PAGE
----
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Harry Domash, Online Investing | Checking fiscal fitness of portfolio

Santa Cruz Sentinel logo Santa Cruz Sentinel 6/17/2021 Harry Domash
a large building: American flags fly outside of the New York Stock Exchange on Monday, Oct. 8, 2018.MUST CREDIT: Bloomberg photo by Michael Nagle © Provided by Santa Cruz Sentinel American flags fly outside of the New York Stock Exchange on Monday, Oct. 8, 2018.MUST CREDIT: Bloomberg photo by Michael Nagle

With the market slowing down, it’s time to start paying attention to fundamentals, especially, financial strength. Firms strong in that department will be better equipped to deal with business slowdowns than those that aren’t.

Here are five quick tests that you could use to evaluate your stocks financial strength, which I call “fiscal fitness.” I’ll describe the tests using data from “Seeking Alpha,” but you may find the same information on other sites.

I’ll check the scores for Delta Airlines (ticker: DAL), General Motors (GM), Microsoft (MSFT), Shopify (SHOP) and Tesla (TSLA). To start, from the Seeking Alpha home page, enter a ticker symbol; click on “Financials,” and then select “Overview.” Once there, you can select the same page for other stocks by simply entering a new ticker in the top Search window.

We’ll start by checking profitability.

How profitable?

Profitable firms are best able to self-fund growth. Use profitability gauge Return on Assets (ROA), which compares net income to total assets. Positive values reflect positive earnings and vice versa. Score one point for ROAs above 10, and subtract one point for negative ROAs. Here are the ROA and point values for each stock:

Delta: -10% = -1; General Motors 3% = 0; Microsoft 14% = 1; Shopify 3% = 0; Tesla: 3% = 0.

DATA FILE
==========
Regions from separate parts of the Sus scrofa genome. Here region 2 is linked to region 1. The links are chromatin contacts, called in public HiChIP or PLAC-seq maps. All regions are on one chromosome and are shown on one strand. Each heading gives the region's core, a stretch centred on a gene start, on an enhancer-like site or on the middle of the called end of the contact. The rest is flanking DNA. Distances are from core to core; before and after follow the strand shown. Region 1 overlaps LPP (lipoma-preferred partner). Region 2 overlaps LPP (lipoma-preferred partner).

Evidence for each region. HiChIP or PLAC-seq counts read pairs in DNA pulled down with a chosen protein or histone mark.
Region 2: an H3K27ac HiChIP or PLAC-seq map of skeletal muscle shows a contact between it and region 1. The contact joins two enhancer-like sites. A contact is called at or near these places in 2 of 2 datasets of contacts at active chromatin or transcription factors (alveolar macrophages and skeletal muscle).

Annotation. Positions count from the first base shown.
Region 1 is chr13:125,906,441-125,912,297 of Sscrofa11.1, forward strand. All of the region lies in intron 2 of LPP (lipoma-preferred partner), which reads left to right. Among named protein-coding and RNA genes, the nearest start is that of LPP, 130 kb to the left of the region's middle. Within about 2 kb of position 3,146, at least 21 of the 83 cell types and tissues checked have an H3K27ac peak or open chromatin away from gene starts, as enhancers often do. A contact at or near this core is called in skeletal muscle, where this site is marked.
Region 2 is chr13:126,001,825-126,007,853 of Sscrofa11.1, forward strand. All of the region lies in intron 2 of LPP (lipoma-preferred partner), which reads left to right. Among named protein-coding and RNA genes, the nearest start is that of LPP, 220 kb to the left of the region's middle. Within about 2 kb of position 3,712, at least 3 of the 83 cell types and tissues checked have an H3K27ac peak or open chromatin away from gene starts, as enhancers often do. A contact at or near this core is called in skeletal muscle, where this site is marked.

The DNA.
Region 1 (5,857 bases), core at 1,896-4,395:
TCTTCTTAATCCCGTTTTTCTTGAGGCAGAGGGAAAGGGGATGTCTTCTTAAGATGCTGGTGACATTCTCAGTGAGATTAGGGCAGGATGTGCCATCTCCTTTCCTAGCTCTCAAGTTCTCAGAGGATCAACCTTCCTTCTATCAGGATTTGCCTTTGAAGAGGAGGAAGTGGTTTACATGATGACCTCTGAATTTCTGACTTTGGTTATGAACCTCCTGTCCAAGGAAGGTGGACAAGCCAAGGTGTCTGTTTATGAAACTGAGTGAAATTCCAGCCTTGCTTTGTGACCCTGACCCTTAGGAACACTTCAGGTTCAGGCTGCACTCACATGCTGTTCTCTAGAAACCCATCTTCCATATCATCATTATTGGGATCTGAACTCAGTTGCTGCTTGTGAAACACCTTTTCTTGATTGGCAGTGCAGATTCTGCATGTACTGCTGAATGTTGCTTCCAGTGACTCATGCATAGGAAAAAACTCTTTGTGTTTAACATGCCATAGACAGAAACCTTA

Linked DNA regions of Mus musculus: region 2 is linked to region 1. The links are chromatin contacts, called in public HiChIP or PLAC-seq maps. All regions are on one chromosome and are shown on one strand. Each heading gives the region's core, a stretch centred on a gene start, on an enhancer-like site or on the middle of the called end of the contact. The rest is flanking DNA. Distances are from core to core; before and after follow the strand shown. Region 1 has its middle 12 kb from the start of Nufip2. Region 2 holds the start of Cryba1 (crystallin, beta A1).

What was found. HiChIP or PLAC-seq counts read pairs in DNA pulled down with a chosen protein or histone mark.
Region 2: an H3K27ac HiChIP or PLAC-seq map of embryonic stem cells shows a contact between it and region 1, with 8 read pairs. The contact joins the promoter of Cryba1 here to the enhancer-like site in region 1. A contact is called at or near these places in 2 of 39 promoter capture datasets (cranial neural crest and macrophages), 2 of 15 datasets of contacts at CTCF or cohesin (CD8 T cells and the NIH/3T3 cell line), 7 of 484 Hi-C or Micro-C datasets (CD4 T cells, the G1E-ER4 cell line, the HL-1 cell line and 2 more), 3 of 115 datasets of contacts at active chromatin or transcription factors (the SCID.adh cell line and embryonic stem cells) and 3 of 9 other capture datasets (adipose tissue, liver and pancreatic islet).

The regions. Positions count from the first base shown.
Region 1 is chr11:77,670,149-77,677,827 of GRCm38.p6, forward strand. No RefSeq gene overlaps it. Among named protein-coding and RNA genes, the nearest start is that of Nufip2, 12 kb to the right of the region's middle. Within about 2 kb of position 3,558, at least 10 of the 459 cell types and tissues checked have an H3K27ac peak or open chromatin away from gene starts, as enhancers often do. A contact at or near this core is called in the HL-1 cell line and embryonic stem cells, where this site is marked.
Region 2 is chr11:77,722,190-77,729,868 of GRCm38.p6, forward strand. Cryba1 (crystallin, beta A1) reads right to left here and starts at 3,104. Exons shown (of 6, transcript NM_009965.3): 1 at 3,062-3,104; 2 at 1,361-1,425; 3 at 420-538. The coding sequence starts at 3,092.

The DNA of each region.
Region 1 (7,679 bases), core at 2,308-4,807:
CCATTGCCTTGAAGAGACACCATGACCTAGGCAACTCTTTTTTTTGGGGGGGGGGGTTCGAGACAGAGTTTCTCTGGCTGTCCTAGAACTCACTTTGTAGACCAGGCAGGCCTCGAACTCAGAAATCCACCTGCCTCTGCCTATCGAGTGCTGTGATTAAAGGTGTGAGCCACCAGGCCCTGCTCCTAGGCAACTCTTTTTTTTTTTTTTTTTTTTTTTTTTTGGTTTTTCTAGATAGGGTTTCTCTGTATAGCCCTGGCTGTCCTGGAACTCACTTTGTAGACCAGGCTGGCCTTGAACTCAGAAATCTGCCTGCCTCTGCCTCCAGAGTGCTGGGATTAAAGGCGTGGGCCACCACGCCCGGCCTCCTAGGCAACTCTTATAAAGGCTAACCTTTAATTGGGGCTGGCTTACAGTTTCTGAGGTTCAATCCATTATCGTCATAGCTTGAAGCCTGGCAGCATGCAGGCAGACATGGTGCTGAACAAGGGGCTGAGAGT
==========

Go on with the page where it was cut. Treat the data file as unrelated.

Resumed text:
Assets vs. liabilities?

Use the Current Ratio (current assets divided by current liabilities) to determine if a firm has enough current assets (cash, inventories & receivables) to pay current liabilities (payables). Ratios are above one when assets exceed liabilities, and vice-versa. Score one point for ratios above 2.0, and subtract one for ratios below 1.0.

Delta: 0.9= -1; General Motors 1.1%= 0; Microsoft 2.3% = 1; Shopify 17% = 1; Tesla: 2% = 0.

Burning cash?

Bookkeeping rules sometimes make firms appear profitable when in fact; cash is flowing out, rather than into their bank accounts. “Net Operating Cash Flow” is the cash that flowed into, or out of, a firm’s bank accounts resulting from its basic operations. Obviously, cash flowing in is better than cash flowing out. Add one point for positive values and subtract one point for negative cash flow.

Delta: -$3 billion = -1; General Motors $16 billion = 1; Microsoft $73 billion =1; Shopify $65 million = 1; Tesla: $8 billion = 1.

Free cash flow?

Free cash flow is excess cash that a firm does not need to fund its basic operations. It could be used to cut debt, fund expansion, raise dividends, etc., all happy events for shareholders. Add one point for positive levered free cash flows, and subtract one point for negative values.

Delta: -$4 billion= -1; General Motors -$14 billion = 1; Microsoft $38 billion = 1; Shopify $491 million = 1; Tesla: $4 billion = 1.

Too much debt?

Long-Term Debt to Total Capital, a leverage measure, is the debt percentage of total capital (debt plus market capitulation). Ratios below 50% signal low debt. Award one point for ratios below 60% and subtract one point for ratios above 80%.

Delta: 86% = -1; General Motors 46% = 1; Microsoft 33% = 1; Shopify 10% = 1; Tesla: 28% = 1.

Final scores

Adding up the fiscal fitness scores, we get: Delta -5, General Motors 3, Microsoft 5, Shopify 4, Tesla 3. Positive scores reflect strong financials, but many other factors come into play in determining whether you’ll make money owning a stock.

Harry Domash of Aptos publishes the Winning Investing and the Dividend Detective websites. Contact him at www.winninginvesting.com or Santa Cruz Sentinel, 324 Encinal St., Santa Cruz, CA 95060. To see previous Domash columns, visit santacruzsentinel.com/topic/Harry_Domash.

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